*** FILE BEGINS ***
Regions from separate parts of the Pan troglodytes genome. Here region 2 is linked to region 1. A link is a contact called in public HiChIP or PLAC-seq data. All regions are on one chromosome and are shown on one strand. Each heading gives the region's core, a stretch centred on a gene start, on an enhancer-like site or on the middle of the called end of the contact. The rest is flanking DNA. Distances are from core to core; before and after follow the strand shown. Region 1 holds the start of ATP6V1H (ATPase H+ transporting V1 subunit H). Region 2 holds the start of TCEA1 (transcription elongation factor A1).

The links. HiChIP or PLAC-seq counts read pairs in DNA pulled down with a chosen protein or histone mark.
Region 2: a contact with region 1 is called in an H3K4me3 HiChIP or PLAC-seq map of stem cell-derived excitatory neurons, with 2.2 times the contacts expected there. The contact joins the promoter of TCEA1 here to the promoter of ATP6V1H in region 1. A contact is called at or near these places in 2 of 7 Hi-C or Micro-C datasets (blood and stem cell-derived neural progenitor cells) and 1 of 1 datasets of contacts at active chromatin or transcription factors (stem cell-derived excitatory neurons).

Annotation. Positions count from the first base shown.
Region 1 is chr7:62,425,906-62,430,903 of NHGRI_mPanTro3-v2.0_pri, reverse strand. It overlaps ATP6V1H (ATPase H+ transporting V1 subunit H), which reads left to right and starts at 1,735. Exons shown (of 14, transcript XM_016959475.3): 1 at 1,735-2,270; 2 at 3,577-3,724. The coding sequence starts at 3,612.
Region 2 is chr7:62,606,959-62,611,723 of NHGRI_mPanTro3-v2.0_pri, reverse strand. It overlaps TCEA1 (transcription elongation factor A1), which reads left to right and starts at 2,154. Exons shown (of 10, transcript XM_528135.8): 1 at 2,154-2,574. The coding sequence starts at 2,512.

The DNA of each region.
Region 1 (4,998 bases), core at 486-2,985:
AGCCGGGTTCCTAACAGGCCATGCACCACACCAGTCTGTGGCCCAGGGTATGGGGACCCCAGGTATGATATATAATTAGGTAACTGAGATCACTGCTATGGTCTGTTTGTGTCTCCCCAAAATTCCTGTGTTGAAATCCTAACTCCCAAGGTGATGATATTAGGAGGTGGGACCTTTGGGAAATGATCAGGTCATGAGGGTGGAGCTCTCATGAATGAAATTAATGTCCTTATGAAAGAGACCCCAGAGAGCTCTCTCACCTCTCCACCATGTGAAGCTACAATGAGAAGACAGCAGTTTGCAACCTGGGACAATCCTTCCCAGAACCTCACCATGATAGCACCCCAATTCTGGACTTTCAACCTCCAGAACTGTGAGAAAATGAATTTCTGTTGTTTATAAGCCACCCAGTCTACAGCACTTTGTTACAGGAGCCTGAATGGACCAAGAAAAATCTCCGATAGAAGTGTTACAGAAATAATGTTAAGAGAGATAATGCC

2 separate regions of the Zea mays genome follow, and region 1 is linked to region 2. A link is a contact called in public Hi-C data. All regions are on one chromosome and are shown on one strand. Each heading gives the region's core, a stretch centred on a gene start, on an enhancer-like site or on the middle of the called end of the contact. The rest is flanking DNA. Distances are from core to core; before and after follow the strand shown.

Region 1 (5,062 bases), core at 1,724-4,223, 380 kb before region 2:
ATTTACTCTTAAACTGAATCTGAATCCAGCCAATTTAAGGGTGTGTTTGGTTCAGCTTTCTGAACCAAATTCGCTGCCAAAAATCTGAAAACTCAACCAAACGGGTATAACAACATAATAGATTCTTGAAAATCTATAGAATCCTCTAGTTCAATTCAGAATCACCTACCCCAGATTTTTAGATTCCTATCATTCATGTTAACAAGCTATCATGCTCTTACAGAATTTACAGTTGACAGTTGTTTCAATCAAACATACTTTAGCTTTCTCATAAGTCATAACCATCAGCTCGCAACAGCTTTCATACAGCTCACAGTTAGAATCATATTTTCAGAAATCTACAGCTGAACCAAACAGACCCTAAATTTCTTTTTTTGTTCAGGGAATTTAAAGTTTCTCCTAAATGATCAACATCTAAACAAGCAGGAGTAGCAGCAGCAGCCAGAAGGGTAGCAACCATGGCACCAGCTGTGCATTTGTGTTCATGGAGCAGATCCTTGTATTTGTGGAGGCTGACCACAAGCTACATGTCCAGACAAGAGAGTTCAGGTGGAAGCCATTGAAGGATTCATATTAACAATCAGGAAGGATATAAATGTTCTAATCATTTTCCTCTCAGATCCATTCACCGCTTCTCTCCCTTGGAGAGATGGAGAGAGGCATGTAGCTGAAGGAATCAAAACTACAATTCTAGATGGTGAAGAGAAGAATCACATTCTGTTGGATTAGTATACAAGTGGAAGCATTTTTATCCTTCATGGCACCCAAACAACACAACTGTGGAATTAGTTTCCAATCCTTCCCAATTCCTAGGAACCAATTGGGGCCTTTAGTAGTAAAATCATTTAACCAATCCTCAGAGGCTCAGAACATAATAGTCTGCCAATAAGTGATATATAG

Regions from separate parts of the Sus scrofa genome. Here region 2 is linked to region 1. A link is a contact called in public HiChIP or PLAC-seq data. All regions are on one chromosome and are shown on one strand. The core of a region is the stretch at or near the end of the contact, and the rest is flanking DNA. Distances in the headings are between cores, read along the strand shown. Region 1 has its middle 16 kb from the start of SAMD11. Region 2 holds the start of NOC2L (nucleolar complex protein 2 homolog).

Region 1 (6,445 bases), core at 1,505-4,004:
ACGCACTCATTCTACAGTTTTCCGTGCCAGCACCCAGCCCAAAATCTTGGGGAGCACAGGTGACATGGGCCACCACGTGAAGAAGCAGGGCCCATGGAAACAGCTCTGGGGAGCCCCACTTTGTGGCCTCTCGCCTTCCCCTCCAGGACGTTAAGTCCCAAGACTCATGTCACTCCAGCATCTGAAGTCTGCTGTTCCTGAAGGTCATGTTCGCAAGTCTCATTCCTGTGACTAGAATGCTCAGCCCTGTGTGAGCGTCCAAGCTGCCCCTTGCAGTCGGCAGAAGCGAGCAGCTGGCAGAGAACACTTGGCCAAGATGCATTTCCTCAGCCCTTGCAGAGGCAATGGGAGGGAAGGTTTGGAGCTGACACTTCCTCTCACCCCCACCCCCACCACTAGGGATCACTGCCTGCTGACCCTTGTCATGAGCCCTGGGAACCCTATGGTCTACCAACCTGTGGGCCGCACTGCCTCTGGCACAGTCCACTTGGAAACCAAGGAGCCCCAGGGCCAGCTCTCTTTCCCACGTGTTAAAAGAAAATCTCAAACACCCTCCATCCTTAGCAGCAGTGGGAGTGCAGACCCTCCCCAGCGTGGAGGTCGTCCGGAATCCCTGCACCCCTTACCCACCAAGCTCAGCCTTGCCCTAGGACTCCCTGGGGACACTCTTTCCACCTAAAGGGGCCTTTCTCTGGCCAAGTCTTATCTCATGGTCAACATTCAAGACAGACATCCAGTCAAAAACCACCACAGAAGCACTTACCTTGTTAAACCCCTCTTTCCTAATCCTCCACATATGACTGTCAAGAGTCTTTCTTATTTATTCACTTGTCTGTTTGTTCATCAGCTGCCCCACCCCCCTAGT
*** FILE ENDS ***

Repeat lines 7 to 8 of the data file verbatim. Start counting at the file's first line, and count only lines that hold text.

The DNA of each region.
Region 1 (4,998 bases), core at 486-2,985: